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Are the correlatives inspired from other languages, or are they made-up?

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The image is a screenshot of the table at Esperanto at Stanford University: Lesson 3 Correlatives (table of words) .

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Sanskrit correlatives The photo is from the Scienca Revuo vol. 3, nr-o. 12 (1952). Otherwise, I think they are inspired by Russian, but completely regular: "inspiritaj de la rusaj escepte regulaj korelativoj)", as this webpage says.

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Ŝajnas ke plej plena priskribo de korelativoj estas en libro Etimologia Vortaro de Esperanto. Se vi komprenas la rusan en la artikolon vi eblas legi rerakonton pri korelativoj.

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The pseudo prefixes are Indoeuropean, ki- for instance from q- which in Slavonic and Romance became k- / q- and in Germanic, Sanskrit (conjunctions only) w-. ĉi- for the French chaque.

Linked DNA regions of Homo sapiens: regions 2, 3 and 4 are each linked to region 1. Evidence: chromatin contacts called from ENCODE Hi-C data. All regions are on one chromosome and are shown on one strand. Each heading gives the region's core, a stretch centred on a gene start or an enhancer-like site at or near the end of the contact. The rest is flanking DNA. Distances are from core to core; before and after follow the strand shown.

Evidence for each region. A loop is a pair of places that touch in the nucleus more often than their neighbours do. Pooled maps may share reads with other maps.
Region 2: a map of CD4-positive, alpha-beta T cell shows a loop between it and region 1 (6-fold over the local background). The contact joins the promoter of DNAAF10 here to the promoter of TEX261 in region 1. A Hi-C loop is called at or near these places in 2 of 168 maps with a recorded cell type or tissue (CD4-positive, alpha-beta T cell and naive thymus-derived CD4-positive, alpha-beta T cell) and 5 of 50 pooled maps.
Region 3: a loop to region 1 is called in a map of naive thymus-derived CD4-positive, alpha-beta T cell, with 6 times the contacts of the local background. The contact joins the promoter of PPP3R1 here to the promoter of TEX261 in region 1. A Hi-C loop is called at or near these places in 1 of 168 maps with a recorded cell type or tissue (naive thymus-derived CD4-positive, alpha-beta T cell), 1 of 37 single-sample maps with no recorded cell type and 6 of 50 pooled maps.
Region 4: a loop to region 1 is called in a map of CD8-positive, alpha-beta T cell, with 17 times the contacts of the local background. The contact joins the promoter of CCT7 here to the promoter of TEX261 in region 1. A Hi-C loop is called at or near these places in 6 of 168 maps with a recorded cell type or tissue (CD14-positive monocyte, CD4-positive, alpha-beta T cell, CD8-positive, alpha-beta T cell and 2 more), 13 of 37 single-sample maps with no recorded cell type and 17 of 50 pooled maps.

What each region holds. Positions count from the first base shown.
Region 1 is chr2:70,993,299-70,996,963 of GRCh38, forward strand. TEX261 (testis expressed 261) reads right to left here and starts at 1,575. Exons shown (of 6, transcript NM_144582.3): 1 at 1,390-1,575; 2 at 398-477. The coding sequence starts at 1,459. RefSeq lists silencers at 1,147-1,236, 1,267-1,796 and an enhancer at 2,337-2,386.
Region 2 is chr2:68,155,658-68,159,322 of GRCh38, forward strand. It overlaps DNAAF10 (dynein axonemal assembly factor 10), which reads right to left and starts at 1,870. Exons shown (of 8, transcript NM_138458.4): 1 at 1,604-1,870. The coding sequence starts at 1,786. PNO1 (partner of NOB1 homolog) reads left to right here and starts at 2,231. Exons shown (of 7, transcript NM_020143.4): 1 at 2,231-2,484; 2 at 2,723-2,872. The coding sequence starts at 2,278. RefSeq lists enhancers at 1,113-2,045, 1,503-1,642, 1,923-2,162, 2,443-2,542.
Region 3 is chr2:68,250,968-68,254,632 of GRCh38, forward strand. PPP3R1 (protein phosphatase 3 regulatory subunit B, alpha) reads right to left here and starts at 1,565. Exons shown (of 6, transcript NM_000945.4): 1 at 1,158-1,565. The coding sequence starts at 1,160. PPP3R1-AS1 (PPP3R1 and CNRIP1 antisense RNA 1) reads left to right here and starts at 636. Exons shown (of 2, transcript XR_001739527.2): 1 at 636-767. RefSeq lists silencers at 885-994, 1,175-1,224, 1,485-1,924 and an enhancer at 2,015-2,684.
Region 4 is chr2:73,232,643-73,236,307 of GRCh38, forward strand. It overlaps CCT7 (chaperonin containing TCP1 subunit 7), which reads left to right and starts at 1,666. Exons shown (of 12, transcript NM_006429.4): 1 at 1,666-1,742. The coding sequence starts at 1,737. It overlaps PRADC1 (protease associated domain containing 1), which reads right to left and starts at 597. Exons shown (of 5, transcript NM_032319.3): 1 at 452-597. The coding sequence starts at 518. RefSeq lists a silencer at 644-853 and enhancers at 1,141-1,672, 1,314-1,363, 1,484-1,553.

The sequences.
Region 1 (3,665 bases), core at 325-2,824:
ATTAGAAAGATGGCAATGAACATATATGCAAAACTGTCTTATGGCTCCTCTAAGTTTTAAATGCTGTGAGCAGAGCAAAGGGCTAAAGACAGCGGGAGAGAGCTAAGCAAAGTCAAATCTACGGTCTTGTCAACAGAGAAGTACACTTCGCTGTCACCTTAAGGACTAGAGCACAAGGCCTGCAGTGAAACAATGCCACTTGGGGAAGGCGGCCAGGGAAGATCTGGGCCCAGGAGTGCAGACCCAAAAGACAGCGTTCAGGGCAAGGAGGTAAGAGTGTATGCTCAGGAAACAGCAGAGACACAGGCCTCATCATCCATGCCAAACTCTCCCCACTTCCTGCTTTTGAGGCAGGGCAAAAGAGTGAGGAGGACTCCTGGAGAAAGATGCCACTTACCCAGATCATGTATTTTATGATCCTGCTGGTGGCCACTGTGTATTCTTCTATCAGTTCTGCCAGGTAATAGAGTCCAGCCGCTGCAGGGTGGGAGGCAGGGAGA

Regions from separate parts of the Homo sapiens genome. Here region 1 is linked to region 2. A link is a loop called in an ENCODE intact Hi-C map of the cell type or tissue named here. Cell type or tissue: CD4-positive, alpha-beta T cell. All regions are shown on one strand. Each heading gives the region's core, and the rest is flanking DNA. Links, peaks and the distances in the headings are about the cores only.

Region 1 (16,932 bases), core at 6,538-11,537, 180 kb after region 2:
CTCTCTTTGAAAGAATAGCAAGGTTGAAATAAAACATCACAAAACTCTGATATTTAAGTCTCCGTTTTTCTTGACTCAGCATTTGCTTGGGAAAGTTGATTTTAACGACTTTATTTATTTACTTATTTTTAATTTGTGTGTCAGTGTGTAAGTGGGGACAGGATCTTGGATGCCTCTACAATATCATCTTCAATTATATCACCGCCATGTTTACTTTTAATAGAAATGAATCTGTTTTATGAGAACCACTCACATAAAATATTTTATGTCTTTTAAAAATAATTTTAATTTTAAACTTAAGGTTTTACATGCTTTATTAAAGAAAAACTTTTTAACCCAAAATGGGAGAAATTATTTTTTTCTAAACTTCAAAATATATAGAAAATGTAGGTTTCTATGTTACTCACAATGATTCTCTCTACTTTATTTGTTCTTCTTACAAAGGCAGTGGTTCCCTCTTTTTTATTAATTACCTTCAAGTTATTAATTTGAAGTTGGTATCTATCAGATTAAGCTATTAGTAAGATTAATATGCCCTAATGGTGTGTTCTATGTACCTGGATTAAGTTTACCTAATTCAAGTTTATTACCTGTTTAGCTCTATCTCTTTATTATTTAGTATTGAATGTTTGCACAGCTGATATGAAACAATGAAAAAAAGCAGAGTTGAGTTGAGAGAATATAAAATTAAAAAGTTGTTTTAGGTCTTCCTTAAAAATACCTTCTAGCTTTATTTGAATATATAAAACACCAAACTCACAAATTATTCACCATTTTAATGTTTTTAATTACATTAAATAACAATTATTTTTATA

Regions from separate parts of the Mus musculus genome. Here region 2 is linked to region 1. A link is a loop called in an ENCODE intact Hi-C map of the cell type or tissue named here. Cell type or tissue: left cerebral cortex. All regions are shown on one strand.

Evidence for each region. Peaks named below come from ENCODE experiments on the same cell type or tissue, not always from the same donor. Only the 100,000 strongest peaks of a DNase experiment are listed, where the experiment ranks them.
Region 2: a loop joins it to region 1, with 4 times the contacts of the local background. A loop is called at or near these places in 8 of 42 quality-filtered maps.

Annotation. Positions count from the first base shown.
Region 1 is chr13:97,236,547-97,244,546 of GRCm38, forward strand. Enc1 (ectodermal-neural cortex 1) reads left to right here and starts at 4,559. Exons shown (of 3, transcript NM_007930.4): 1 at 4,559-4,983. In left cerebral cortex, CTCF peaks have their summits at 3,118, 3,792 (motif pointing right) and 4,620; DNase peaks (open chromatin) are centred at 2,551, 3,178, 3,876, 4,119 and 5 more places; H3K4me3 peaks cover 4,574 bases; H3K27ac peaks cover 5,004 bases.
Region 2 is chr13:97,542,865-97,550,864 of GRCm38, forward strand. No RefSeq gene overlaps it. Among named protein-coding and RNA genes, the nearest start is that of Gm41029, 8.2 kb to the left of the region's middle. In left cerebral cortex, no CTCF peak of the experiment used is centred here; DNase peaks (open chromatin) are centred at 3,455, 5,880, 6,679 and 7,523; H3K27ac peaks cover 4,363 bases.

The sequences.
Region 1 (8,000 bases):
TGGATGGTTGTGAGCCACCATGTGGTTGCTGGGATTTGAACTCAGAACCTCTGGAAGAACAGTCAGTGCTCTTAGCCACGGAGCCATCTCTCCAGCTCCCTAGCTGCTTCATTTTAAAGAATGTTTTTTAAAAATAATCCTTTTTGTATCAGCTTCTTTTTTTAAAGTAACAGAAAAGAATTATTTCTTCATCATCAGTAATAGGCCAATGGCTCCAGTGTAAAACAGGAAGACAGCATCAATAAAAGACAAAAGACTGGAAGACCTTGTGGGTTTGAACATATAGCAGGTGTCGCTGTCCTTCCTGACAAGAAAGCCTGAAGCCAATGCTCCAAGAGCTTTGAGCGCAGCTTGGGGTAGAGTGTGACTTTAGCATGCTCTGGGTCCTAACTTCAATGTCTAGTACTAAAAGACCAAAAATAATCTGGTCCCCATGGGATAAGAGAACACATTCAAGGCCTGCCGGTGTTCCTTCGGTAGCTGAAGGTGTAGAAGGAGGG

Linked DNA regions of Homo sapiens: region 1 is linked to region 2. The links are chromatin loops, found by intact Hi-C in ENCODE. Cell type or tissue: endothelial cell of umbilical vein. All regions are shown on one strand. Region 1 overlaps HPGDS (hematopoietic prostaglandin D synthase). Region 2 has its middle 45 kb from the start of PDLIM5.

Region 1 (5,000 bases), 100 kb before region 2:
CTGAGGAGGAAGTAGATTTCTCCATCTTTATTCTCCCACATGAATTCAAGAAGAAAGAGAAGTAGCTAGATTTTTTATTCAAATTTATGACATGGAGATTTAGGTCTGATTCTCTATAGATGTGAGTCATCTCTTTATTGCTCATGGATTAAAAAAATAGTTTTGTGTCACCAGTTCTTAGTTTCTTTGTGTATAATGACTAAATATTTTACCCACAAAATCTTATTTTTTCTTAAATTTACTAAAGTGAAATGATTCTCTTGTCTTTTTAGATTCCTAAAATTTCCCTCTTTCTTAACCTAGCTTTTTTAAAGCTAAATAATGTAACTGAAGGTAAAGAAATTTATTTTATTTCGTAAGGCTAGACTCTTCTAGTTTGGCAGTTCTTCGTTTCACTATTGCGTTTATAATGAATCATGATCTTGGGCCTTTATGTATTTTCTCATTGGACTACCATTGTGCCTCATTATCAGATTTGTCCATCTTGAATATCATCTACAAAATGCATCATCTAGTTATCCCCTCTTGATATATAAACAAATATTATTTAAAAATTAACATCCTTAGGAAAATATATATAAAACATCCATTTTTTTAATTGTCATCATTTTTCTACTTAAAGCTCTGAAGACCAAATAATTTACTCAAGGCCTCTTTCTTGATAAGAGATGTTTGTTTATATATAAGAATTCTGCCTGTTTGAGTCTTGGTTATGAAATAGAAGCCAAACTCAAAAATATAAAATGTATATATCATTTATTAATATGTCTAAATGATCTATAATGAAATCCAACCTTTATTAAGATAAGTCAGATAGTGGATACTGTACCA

neni- instead of a fitting ni- because of French and sound differentiation, negative ne.

The pseudo suffixes -a, -o, and even the location related adverb -e, -en are trivial. For -o one might consider Slavonic.

The suffix -es definitely is inspired by the German genitive.

The remaining suffixes are more artificial IMHO as the choices are limited for unused consonants. (One should not over-interprete similarities to national languages.) [aeo][lm] seem phonetic inspired.

For a linguistic (judging) context:

The correlatives are a nice lingual jewel in Esperanto, but also criticized by some linguists:

  • entirely different frequency of usages (nenial);
  • unneeded (tial = pro tio)
  • introducing sometimes unneeded differentiations: kiom/kio/kiel; but hey, it allows expressing nuances rather easily;

Hence the undoing of correlatives in Ido. I do not hold the arguments for valid though.

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